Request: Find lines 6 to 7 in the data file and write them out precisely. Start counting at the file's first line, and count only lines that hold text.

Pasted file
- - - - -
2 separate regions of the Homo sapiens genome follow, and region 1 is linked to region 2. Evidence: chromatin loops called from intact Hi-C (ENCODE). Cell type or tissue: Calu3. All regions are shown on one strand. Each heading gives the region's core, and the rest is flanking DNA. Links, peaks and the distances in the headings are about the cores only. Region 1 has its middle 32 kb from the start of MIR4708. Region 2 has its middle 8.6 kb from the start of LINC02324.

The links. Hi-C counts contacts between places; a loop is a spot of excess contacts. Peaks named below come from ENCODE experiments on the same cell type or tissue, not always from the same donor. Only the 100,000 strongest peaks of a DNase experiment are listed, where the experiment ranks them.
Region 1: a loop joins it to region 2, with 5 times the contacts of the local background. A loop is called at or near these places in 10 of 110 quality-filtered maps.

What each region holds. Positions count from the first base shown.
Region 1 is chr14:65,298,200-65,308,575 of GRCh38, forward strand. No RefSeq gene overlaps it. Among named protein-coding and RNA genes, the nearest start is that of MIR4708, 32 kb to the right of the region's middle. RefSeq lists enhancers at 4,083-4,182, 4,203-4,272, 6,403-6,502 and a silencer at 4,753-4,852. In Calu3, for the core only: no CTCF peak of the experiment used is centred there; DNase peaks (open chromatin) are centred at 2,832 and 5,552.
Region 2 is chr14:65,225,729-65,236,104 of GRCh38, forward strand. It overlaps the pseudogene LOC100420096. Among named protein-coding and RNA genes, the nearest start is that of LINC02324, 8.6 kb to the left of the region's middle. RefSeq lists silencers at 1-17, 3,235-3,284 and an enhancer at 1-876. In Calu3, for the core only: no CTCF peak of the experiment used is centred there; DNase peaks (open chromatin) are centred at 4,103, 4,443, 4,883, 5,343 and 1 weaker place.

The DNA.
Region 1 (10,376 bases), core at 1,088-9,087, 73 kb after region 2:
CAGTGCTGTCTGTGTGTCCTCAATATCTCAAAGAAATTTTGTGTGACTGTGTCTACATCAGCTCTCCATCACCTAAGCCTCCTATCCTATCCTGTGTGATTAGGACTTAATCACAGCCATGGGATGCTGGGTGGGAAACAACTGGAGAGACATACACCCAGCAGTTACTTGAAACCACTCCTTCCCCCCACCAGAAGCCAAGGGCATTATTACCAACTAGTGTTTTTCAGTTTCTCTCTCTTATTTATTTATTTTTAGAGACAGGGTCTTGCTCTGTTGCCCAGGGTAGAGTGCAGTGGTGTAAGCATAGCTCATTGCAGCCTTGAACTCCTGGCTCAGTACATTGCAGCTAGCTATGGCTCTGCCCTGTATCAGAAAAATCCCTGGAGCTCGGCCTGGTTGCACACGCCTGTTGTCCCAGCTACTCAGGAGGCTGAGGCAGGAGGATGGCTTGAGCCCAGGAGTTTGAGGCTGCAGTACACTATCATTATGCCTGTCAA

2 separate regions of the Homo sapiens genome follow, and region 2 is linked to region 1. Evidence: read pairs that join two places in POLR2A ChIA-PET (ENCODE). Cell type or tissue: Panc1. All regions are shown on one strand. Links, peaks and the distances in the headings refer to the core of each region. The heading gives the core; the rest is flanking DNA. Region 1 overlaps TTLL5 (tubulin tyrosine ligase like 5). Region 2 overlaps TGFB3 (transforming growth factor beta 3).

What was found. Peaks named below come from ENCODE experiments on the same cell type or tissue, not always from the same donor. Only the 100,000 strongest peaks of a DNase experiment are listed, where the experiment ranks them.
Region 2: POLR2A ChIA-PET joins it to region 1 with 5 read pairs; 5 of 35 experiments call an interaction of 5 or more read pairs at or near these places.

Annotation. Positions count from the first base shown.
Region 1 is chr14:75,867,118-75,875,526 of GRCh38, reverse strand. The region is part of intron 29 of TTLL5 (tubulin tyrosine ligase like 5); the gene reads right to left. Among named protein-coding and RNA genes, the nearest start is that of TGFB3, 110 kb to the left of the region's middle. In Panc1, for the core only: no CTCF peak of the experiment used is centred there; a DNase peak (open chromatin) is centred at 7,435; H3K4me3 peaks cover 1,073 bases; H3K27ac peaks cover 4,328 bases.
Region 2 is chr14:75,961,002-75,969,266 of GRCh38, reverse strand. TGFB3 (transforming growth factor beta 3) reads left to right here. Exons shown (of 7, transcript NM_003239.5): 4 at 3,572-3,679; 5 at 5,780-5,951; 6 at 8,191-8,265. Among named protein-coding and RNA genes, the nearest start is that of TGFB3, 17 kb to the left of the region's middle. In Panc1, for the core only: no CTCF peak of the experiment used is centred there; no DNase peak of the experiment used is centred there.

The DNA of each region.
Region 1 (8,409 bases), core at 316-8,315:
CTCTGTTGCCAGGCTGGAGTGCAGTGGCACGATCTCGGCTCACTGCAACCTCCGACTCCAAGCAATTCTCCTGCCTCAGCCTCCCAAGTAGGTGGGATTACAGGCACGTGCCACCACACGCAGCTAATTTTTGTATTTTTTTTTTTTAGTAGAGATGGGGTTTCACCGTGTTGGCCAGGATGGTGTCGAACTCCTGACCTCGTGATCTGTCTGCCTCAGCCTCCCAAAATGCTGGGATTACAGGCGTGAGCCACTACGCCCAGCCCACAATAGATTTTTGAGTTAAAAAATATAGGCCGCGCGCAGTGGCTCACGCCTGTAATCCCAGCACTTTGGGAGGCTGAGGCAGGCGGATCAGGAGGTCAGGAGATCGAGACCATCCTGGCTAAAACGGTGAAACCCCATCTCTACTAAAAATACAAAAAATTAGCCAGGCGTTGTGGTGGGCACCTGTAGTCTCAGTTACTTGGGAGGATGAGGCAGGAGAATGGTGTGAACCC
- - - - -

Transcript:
Region 2 is chr14:65,225,729-65,236,104 of GRCh38, forward strand. It overlaps the pseudogene LOC100420096. Among named protein-coding and RNA genes, the nearest start is that of LINC02324, 8.6 kb to the left of the region's middle. RefSeq lists silencers at 1-17, 3,235-3,284 and an enhancer at 1-876. In Calu3, for the core only: no CTCF peak of the experiment used is centred there; DNase peaks (open chromatin) are centred at 4,103, 4,443, 4,883, 5,343 and 1 weaker place.

The DNA.